All Susette Kelo wanted to do was keep her home. (The picture is Susette with her home.) So did five of her neighbors too.
But the City of New London in Connecticut was determined to take them all, tear them down, and give the land to pharmaceutical giant Pfizer for a new research facility and a commercial retail/hotel complex that was going to create lots of property tax revenue and needed jobs to an economically depressed area.
Well, New London won in the U.S. Supreme Court. Right?
No, not so fast.
The site of Susette Kelo's house is now a vacant lot, an ugly empty wasteland.
And now Pfizer (as part of its merger with Wyeth) has permanently cancelled its New London development plans.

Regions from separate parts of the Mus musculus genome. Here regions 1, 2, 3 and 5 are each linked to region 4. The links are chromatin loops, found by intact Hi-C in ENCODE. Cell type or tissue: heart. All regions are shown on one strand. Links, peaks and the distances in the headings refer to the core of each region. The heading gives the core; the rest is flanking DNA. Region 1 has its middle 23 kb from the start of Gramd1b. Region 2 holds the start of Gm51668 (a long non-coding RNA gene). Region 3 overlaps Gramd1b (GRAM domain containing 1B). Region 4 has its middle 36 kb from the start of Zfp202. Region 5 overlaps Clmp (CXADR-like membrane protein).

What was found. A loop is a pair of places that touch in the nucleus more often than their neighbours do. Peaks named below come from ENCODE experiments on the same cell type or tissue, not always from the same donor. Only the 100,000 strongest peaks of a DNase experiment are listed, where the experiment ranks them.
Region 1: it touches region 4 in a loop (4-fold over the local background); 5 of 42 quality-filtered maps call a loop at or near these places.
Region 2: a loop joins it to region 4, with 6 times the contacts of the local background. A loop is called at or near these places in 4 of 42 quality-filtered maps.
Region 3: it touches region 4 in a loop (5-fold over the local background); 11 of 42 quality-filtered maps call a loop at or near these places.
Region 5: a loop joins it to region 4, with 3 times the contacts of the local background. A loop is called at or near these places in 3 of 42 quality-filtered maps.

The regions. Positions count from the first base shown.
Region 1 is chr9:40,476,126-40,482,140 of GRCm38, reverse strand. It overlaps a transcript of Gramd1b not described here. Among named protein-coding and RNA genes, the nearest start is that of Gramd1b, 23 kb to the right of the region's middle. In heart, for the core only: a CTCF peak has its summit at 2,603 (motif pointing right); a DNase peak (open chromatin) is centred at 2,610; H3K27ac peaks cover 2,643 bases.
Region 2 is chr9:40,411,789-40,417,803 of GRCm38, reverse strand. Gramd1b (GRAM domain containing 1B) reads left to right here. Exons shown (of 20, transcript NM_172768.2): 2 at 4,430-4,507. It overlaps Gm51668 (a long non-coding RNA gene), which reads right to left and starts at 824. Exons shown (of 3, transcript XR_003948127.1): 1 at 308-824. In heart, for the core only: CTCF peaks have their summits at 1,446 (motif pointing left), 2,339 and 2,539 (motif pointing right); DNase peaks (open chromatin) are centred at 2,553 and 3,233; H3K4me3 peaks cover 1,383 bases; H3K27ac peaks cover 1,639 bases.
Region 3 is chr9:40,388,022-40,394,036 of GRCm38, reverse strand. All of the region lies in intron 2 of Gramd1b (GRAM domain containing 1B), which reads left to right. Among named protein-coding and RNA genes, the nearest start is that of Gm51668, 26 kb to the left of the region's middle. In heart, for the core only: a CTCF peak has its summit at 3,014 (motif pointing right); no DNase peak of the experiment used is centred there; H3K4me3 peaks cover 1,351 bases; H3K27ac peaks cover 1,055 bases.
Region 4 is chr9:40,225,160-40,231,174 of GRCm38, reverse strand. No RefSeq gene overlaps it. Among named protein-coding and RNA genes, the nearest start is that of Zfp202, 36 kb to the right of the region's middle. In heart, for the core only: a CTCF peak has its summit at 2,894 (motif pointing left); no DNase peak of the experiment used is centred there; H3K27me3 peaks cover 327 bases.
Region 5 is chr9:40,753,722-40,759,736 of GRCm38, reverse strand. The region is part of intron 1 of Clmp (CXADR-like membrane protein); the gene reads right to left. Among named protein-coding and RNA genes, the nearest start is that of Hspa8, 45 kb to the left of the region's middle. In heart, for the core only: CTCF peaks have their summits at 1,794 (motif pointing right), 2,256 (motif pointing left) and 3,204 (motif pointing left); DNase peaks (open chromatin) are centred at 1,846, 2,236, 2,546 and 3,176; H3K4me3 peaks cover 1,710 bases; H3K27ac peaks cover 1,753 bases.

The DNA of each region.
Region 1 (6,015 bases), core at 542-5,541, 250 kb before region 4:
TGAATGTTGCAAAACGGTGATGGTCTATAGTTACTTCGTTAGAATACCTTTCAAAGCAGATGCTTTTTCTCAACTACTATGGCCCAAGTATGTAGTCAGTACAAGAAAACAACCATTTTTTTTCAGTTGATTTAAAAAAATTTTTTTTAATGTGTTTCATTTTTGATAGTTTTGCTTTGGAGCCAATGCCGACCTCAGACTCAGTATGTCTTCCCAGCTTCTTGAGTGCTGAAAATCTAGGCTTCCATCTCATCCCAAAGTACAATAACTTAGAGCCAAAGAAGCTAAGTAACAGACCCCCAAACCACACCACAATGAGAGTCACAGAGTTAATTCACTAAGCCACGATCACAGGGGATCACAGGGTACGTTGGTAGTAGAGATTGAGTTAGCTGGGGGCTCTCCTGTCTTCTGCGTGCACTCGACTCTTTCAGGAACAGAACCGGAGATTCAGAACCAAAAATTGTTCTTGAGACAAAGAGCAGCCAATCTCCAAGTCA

The mainstream media is reporting that entire Kelo case has now been rendered moot.
Except that Susette Kelo and her neighbors have lost their homes and an entire vibrant neighborhood has been laid to waste. No jobs have been created. Property tax revenue has fallen. Millions have been spent in lawyer fees by people and entities who could not afford them. But most of all the legal travesty that is KELO v. NEW LONDON is still on the books and influencing eminent domain cases nationwide.
No, the case is now not moot. Kelo should serve as a brilliant illustration of what happens when the government tries to play real estate developer.
Robert J. Abalos, Esq.